Agreement on climate change, migration and post-Cotonou

EU Parliamentarians and African, Caribbean and Pacific MPs have agreed on climate change, migration, sustainable growth and the post-Cotonou agreement.

Carlos Zorrinho (S&D, PT) Co-President of the ACP-EU Joint Parliamentary Assembly said: “We are all convinced that the only way to manage migration within a legal framework is to ensure job creation, growth, peace and stability. We must also invest in education and in small businesses”.

Michel Kamano, Acting ACP Co-President said: “I believe strongly that parliamentarians can champion multilateral work, as they bring the views of the people to the table and ensure they reflect the people’s perspective in the global debate. It is therefore with firm conviction that I call on each of you to defend and promote the commitment to multilateralism.”

During the 38th session of the Joint Parliamentary Assembly (JPA), which took place from 17 to 21 November in Kigali (Rwanda), Members of the European Parliament and their counterparts from 78 African, Caribbean and Pacific (ACP) countries debated and adopted several resolutions.

On the COP25, the UN Climate Change Conference to be held in Madrid in December, the JPA supports the new Commission’s proposal to launch a “Green New Deal”. It also supports the European Parliament’s proposal to increase the share of EU external action funding dedicated to climate action.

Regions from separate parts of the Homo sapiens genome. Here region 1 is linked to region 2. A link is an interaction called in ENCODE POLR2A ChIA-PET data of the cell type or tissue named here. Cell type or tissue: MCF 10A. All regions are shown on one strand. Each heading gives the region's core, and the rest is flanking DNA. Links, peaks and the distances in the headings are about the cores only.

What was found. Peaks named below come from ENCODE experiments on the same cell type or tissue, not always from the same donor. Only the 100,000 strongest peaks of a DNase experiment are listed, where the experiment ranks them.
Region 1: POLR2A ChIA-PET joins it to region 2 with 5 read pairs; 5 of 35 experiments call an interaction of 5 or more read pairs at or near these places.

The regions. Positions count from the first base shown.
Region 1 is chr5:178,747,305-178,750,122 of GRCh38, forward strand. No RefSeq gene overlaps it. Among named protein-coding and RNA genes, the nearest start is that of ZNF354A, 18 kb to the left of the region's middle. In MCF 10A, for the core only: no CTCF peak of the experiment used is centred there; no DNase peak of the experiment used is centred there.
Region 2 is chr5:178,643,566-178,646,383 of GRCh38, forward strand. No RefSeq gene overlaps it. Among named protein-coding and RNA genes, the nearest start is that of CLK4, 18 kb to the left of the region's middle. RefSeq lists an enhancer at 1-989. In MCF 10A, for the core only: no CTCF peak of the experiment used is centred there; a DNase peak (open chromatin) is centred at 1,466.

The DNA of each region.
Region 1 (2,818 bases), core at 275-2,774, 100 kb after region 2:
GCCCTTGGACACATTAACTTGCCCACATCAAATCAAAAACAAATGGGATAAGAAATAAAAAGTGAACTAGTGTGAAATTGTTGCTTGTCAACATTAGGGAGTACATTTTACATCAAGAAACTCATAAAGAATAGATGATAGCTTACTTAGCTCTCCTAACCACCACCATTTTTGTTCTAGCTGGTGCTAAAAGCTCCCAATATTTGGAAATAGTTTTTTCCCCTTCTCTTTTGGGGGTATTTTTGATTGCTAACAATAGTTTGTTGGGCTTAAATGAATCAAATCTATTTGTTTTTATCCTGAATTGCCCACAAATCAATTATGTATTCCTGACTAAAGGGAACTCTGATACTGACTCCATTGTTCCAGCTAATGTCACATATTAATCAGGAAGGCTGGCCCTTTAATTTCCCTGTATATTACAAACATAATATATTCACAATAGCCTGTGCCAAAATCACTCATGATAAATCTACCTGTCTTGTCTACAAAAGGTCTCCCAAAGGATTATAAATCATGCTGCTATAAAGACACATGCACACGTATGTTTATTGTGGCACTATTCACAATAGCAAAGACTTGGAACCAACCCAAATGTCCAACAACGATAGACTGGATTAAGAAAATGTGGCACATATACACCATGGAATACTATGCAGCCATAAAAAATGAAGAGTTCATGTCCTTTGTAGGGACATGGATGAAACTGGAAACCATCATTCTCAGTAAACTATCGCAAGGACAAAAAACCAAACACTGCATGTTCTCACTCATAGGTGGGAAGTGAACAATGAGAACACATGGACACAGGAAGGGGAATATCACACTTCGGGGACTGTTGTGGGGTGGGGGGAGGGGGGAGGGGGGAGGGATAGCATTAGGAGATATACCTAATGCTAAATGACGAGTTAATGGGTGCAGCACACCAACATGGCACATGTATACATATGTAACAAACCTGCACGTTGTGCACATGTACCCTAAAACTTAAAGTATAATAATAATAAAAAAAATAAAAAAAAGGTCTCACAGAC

The ACP-EU Assembly stressed the need to create jobs, particularly for micro, small and medium-sized enterprises. In sub-Saharan Africa, an estimated 18 million additional jobs are needed each year. Support measures, including from the EU, could be useful. Fair conditions in trade agreements and aid for trade also play a crucial role.

The Cotonou agreement expires in February 2020. It is therefore vital that the ACP-EU JPA strengthens its institutional role to uphold the parliamentary dimension of the future ACP-EU agreement.

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Martin Banks

Martin Banks

Martin Banks is a highly qualified journalist with many years experience of working within the EU institutions. He is an occasional, and highly valued, contributor to EU today, writing on a wide variety of issues.

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